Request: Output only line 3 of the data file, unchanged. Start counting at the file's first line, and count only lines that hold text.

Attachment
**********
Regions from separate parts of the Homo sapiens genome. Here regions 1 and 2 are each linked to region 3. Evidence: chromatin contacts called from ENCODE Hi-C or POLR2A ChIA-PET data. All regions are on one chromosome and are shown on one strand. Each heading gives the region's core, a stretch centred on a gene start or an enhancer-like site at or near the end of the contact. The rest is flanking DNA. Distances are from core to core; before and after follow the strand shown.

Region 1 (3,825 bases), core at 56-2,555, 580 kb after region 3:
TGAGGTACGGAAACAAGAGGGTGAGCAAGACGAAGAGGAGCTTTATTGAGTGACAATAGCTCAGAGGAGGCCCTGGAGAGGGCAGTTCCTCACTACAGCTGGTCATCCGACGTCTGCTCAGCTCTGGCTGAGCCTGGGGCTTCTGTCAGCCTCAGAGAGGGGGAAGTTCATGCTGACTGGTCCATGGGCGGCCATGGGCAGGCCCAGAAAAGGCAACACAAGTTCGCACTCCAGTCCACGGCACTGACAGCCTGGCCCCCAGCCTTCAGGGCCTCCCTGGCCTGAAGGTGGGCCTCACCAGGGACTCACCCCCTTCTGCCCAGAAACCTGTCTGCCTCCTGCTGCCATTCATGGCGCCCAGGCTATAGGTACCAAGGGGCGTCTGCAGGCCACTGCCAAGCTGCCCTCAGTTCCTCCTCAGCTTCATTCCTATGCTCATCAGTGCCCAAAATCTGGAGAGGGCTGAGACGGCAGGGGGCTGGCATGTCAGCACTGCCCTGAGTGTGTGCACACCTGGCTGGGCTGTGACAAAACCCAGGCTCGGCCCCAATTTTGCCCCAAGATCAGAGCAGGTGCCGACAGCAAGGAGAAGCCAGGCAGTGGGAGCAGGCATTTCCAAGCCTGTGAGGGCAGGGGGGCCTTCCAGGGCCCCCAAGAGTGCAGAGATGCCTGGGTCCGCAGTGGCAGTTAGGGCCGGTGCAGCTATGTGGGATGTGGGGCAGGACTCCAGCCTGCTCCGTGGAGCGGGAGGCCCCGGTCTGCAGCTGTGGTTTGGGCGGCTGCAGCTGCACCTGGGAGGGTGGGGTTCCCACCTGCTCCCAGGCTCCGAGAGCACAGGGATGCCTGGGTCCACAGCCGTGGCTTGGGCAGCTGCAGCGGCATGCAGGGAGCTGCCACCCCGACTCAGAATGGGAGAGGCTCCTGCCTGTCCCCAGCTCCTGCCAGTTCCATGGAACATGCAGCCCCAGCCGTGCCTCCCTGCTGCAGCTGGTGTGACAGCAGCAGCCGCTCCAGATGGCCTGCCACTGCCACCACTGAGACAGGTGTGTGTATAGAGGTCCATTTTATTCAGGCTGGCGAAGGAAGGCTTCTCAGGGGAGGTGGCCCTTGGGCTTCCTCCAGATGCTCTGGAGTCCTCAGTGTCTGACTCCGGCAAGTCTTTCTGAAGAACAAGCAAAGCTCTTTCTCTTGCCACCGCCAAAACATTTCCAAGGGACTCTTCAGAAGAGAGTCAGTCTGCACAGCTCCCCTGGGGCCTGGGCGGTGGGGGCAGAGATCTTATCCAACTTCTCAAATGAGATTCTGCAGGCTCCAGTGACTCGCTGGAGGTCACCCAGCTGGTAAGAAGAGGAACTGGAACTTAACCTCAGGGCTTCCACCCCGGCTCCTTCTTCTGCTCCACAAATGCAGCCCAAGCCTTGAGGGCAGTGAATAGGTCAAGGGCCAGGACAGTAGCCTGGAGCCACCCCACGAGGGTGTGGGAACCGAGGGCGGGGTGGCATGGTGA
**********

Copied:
TGAGGTACGGAAACAAGAGGGTGAGCAAGACGAAGAGGAGCTTTATTGAGTGACAATAGCTCAGAGGAGGCCCTGGAGAGGGCAGTTCCTCACTACAGCTGGTCATCCGACGTCTGCTCAGCTCTGGCTGAGCCTGGGGCTTCTGTCAGCCTCAGAGAGGGGGAAGTTCATGCTGACTGGTCCATGGGCGGCCATGGGCAGGCCCAGAAAAGGCAACACAAGTTCGCACTCCAGTCCACGGCACTGACAGCCTGGCCCCCAGCCTTCAGGGCCTCCCTGGCCTGAAGGTGGGCCTCACCAGGGACTCACCCCCTTCTGCCCAGAAACCTGTCTGCCTCCTGCTGCCATTCATGGCGCCCAGGCTATAGGTACCAAGGGGCGTCTGCAGGCCACTGCCAAGCTGCCCTCAGTTCCTCCTCAGCTTCATTCCTATGCTCATCAGTGCCCAAAATCTGGAGAGGGCTGAGACGGCAGGGGGCTGGCATGTCAGCACTGCCCTGAGTGTGTGCACACCTGGCTGGGCTGTGACAAAACCCAGGCTCGGCCCCAATTTTGCCCCAAGATCAGAGCAGGTGCCGACAGCAAGGAGAAGCCAGGCAGTGGGAGCAGGCATTTCCAAGCCTGTGAGGGCAGGGGGGCCTTCCAGGGCCCCCAAGAGTGCAGAGATGCCTGGGTCCGCAGTGGCAGTTAGGGCCGGTGCAGCTATGTGGGATGTGGGGCAGGACTCCAGCCTGCTCCGTGGAGCGGGAGGCCCCGGTCTGCAGCTGTGGTTTGGGCGGCTGCAGCTGCACCTGGGAGGGTGGGGTTCCCACCTGCTCCCAGGCTCCGAGAGCACAGGGATGCCTGGGTCCACAGCCGTGGCTTGGGCAGCTGCAGCGGCATGCAGGGAGCTGCCACCCCGACTCAGAATGGGAGAGGCTCCTGCCTGTCCCCAGCTCCTGCCAGTTCCATGGAACATGCAGCCCCAGCCGTGCCTCCCTGCTGCAGCTGGTGTGACAGCAGCAGCCGCTCCAGATGGCCTGCCACTGCCACCACTGAGACAGGTGTGTGTATAGAGGTCCATTTTATTCAGGCTGGCGAAGGAAGGCTTCTCAGGGGAGGTGGCCCTTGGGCTTCCTCCAGATGCTCTGGAGTCCTCAGTGTCTGACTCCGGCAAGTCTTTCTGAAGAACAAGCAAAGCTCTTTCTCTTGCCACCGCCAAAACATTTCCAAGGGACTCTTCAGAAGAGAGTCAGTCTGCACAGCTCCCCTGGGGCCTGGGCGGTGGGGGCAGAGATCTTATCCAACTTCTCAAATGAGATTCTGCAGGCTCCAGTGACTCGCTGGAGGTCACCCAGCTGGTAAGAAGAGGAACTGGAACTTAACCTCAGGGCTTCCACCCCGGCTCCTTCTTCTGCTCCACAAATGCAGCCCAAGCCTTGAGGGCAGTGAATAGGTCAAGGGCCAGGACAGTAGCCTGGAGCCACCCCACGAGGGTGTGGGAACCGAGGGCGGGGTGGCATGGTGA